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Updated: May 15, 2013 12:06 IST

Cobra caught in JIPMER

Kavita Kishore
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Forest staff with rescued cobra snake in JIPMER outside the Regional Cancer Centre on Monday. Photo: T.Singaravelou
Forest staff with rescued cobra snake in JIPMER outside the Regional Cancer Centre on Monday. Photo: T.Singaravelou

Snakes tend to enter houses and cool places during summer

Around 7 p.m. on Monday night, the Forest Department received a call from a security officer at the Jawaharlal Institute of Postgraduate Medical Education and Research saying they had spotted a snake outside the Regional Cancer Centre.

By the time the snake rescue staff could come in, the snake had found a small burrow in the sand and had entered it. The rescue involved digging up of the sand, and, finally, after about 15-20 minutes, they were able to find the cobra. It was soon put into a pillow case, where it calmed down.

The cobra itself was around six-feet long, and, according to the Forest Department staff, Cannadassin, who has been rescuing snakes for the past 14 years, it is one of the longest cobras he has caught. There are several snakes in JIPMER and he gets called for these jobs fairly often. The most common snakes there are Russel Vipers and Cobras. With the new buildings coming up, however, the snakes are now moving out and their numbers have reduced.

The rescued snake would be rehabilitated for 15 days before being sent to Vandalur Zoo, he said.

Honey bees and yellow band wasps are also a problem at JIPMER, and quite often the Forest Department is called in to clear them. For the monkeys, the JIPMER staff has now installed seven cages to relocate them and they have captured quite a few monkeys that were on the campus, he said.

According to Agricultural Officer of the Forest Department K. Sivakumar, during times of extreme heat and rains, snakes tend to enter houses and other areas to cool off. It is during these summer months that most of them are seen in houses. Every month, around 10-15 snakes are rescued by the Forest Department.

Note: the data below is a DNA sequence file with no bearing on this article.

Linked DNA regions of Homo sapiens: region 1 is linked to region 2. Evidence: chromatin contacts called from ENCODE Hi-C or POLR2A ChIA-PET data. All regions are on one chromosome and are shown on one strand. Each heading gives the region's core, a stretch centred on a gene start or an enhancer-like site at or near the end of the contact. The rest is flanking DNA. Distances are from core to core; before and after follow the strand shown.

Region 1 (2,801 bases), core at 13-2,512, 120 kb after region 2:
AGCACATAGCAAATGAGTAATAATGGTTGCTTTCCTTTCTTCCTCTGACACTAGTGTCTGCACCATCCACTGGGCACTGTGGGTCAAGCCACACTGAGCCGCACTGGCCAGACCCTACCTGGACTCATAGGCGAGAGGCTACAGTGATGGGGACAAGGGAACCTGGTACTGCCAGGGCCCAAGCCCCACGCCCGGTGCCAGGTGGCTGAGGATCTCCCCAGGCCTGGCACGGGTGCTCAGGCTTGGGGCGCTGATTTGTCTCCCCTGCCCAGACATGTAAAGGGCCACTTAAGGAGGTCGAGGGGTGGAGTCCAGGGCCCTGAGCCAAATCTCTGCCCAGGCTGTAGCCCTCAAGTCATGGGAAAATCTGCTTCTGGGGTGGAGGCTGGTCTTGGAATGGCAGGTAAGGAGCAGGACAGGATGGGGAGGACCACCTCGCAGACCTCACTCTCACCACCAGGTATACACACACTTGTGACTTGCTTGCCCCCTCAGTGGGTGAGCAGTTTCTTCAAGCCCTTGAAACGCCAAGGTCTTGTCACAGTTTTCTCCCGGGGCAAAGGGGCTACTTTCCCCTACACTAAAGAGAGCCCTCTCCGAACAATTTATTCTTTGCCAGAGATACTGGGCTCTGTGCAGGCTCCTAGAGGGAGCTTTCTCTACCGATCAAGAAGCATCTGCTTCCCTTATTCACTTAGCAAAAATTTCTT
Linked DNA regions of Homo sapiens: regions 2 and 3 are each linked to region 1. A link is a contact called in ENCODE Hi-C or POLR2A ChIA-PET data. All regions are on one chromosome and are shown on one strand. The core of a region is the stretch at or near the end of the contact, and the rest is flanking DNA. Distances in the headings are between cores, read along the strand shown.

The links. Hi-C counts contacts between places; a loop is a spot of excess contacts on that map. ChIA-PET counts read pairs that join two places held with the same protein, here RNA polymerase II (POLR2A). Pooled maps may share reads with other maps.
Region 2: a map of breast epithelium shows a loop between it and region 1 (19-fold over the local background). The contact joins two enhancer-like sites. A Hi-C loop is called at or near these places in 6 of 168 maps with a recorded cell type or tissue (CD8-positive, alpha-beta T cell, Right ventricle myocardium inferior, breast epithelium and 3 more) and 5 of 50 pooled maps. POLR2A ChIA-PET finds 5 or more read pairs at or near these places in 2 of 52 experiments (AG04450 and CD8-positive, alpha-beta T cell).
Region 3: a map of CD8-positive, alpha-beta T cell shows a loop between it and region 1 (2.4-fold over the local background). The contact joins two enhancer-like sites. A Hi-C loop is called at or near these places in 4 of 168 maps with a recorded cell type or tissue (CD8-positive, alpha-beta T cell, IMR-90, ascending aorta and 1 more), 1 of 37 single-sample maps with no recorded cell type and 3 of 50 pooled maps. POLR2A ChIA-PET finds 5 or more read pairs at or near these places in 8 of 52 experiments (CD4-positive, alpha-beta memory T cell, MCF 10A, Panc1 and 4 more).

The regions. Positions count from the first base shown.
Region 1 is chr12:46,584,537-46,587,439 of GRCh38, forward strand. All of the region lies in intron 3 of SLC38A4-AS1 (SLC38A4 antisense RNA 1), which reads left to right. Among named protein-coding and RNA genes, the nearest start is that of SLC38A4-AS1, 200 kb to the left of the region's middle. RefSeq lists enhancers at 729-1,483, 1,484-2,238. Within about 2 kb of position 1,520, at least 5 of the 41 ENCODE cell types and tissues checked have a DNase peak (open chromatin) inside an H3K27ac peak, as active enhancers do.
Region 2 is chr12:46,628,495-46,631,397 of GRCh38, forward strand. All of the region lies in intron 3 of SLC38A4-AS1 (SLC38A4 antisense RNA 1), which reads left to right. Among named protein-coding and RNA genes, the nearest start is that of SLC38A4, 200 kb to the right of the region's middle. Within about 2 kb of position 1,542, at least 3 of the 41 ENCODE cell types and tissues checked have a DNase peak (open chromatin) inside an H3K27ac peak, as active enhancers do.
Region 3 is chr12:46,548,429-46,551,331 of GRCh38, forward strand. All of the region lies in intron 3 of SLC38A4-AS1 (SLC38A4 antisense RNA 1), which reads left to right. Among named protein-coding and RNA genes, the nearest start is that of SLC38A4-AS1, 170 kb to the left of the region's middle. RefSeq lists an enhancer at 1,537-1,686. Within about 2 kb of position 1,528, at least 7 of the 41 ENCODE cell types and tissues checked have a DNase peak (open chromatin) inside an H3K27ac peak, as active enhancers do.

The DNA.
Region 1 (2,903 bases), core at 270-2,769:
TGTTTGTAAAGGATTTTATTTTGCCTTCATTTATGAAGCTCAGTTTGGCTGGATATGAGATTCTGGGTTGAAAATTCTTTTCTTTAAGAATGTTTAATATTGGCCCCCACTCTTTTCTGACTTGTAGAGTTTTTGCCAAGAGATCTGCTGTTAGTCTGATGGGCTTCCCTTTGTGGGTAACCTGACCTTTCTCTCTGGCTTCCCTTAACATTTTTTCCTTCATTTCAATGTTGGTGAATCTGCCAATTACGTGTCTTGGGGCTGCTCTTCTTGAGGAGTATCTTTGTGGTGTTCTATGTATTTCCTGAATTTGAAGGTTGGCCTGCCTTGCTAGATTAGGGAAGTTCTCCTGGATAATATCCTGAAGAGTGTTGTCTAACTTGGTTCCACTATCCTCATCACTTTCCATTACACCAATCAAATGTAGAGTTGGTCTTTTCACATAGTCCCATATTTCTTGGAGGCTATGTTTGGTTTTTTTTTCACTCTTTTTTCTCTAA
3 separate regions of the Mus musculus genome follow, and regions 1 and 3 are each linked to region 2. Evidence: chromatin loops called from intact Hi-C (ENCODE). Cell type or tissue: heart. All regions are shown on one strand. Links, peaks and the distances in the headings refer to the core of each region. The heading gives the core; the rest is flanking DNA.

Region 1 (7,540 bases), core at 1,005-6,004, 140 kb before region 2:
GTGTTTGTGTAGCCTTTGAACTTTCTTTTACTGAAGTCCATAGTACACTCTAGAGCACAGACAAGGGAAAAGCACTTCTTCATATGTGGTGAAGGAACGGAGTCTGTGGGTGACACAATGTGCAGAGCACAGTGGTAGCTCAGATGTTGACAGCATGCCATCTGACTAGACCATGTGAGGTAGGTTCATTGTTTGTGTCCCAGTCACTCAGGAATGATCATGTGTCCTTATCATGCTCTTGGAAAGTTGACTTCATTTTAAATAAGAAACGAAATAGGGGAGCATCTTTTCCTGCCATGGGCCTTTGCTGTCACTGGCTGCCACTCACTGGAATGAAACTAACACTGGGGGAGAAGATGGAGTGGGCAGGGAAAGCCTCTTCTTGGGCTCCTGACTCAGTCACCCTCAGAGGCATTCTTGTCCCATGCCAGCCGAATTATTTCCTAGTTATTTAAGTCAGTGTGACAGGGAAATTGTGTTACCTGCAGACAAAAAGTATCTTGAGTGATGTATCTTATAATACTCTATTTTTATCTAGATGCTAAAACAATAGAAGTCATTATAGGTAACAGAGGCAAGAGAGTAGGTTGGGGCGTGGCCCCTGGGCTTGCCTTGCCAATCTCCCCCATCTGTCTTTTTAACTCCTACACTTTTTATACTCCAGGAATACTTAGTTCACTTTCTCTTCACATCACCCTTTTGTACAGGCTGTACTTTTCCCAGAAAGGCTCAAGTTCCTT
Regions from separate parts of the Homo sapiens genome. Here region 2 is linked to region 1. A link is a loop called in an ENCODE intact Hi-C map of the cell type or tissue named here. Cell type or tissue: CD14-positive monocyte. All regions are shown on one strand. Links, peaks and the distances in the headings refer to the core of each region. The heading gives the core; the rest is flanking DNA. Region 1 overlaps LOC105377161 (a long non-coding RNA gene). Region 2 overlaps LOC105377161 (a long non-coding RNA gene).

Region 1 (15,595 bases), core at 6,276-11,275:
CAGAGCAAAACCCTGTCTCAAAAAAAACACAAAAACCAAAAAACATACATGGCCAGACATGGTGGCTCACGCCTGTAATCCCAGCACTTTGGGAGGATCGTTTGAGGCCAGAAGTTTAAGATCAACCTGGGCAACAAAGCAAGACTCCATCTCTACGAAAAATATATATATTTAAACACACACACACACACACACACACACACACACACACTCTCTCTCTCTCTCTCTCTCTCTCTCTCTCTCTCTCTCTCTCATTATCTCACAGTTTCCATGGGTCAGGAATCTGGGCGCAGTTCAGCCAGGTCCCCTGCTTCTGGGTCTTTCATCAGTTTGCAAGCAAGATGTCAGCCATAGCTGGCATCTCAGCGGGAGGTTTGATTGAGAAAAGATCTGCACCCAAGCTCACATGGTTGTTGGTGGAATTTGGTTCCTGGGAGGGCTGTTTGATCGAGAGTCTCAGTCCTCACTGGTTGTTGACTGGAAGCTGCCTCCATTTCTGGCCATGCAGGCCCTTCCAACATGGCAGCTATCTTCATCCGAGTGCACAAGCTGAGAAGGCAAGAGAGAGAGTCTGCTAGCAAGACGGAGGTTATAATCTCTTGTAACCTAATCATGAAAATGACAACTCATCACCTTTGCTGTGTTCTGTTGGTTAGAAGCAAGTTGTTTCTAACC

Anticipating the increase in calls, the Department had now ensured that there were six people who were trained in rescuing and they were on the job 24 hours a day, seven days a week. “Most often, the calls for snakes come at night, so it was important to have someone on the job 24 hours a day,” he said.

There are several preventive measures that people describe, but they have not been proven.

“In case there is a snake in your house, the important thing is not to try to hit it with a stick or use weapons against the snake, since trying to attack the snake increases the chances of it striking. It is important to keep calm and to call either 100 or 101 and report the incident. They will then be able to inform the Department and the staff would then rescue the snake,” Mr. Sivakumar said.

More In: Tamil Nadu | National

'Medical research by Homo sapiens among reptiles' might have proved an
apt title! :)

from:  Radhika
Posted on: May 15, 2013 at 12:21 IST
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